How? Possibly when the network is vary small/new but assuming it grows to >10k users and a few hundred sections, how do you figure out where the juicy bits are?
I’m not sure you can “disrupt the network” through this approach. That needs answers to my questions to determine.
Let’s say they’re is some data you want to censor. I think that’s a good motive and an issue, but still limited. Firstly it’s easy to put up new copies with one byte modified, so if someone wants to publish you can’t block them for long without ever increasing costs (more cost to block for a short time than to publish forever I suspect) so really you only cause some inconvenience rather than censor. A valid attack but limited application and effectiveness?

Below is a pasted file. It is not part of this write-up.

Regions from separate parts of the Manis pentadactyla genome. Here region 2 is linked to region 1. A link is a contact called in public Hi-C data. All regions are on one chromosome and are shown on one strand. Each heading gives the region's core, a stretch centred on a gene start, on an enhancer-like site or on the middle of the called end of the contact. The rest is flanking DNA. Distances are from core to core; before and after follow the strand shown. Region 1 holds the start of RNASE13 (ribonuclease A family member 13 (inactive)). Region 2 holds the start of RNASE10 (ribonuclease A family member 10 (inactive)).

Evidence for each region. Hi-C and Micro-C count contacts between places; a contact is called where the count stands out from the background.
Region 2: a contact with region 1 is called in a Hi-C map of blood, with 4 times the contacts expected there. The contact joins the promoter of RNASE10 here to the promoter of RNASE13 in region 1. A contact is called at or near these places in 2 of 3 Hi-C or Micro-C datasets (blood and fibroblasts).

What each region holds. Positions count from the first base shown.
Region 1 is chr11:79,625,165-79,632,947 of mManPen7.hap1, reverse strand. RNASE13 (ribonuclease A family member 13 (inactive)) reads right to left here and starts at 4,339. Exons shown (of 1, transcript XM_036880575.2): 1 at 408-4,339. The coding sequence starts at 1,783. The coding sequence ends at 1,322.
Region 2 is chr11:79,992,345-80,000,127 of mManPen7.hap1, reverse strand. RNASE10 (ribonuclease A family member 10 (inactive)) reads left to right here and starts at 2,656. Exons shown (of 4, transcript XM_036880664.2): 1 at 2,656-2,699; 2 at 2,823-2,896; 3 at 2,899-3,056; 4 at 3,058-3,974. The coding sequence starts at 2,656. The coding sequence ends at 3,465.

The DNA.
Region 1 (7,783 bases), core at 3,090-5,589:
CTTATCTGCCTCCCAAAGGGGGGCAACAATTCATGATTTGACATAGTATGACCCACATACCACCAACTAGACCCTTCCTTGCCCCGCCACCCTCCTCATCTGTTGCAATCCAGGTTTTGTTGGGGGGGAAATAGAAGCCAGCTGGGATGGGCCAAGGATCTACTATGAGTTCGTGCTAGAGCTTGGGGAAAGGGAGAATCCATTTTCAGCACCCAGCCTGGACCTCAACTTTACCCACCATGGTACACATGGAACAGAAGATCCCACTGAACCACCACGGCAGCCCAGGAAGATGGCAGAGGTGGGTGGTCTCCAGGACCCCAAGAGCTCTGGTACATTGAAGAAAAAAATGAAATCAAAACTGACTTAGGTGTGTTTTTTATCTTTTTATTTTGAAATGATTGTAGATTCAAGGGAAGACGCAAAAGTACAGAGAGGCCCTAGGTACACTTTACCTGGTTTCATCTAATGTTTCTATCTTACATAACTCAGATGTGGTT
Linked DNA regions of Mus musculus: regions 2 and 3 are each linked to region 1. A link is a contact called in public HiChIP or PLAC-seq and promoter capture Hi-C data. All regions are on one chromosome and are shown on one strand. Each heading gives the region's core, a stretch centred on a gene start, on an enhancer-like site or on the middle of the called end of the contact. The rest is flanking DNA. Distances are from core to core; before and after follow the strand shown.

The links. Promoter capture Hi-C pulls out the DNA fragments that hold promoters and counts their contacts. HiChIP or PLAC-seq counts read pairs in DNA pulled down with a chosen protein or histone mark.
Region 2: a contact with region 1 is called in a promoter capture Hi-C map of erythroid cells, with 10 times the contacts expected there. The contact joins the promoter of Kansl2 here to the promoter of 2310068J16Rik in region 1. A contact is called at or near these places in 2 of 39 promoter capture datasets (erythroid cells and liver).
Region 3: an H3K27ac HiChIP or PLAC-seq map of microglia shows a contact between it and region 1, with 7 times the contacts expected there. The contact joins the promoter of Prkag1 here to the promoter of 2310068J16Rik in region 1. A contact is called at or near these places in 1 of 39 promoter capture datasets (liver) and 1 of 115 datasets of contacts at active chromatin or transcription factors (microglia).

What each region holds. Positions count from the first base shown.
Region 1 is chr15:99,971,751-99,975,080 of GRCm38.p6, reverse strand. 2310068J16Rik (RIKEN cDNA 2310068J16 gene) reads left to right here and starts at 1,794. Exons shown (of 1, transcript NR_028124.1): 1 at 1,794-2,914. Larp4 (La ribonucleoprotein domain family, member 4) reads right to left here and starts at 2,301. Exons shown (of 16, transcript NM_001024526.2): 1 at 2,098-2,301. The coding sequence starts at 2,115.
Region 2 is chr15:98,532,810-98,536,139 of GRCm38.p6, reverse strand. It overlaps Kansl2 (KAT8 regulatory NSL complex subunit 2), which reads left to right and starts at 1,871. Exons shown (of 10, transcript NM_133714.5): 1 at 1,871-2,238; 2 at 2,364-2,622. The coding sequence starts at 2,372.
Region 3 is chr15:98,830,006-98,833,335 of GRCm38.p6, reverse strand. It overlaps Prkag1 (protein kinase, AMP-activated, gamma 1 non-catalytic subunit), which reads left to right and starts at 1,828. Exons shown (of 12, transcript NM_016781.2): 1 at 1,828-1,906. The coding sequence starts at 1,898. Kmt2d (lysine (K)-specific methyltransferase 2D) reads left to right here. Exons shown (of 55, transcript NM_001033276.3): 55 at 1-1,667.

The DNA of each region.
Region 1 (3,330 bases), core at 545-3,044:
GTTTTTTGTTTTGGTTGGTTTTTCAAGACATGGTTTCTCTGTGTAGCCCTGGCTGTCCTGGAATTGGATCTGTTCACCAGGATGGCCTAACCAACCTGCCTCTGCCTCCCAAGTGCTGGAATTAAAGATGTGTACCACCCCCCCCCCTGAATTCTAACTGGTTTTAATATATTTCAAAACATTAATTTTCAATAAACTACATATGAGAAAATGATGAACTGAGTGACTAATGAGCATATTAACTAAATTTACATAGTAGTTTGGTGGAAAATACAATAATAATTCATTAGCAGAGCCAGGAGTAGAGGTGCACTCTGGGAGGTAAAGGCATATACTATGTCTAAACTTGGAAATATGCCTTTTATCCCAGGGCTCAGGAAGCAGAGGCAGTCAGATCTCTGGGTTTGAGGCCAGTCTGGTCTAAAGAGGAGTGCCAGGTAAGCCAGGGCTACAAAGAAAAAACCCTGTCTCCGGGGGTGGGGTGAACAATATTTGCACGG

And this was just an ‘internal’ power struggle, not a state actor level of attack.
Interesting but doesn’t I think help us decide the risk we’re discussing for Safe.
If it’s possible to destroy or even just hurt the network, somebody will do it. Burning “witches”, destroying 5G towers, or replacing vaccines and other medicines with water makes no sense either. Some people just enjoy destroying things. Maybe their god or “Q” tells them to do it. Motive doesn’t matter.
EDIT: The cost of destroying something does matter to most. But we have take into account trillionaires who are crazy/fanatical or even simply bored.
I agree, but my questions are aimed at understanding whether you can do these things. We shouldn’t just assume that’s achievable, we need to have some basis for thinking this attack is likely, and what the limits of its effectiveness would be.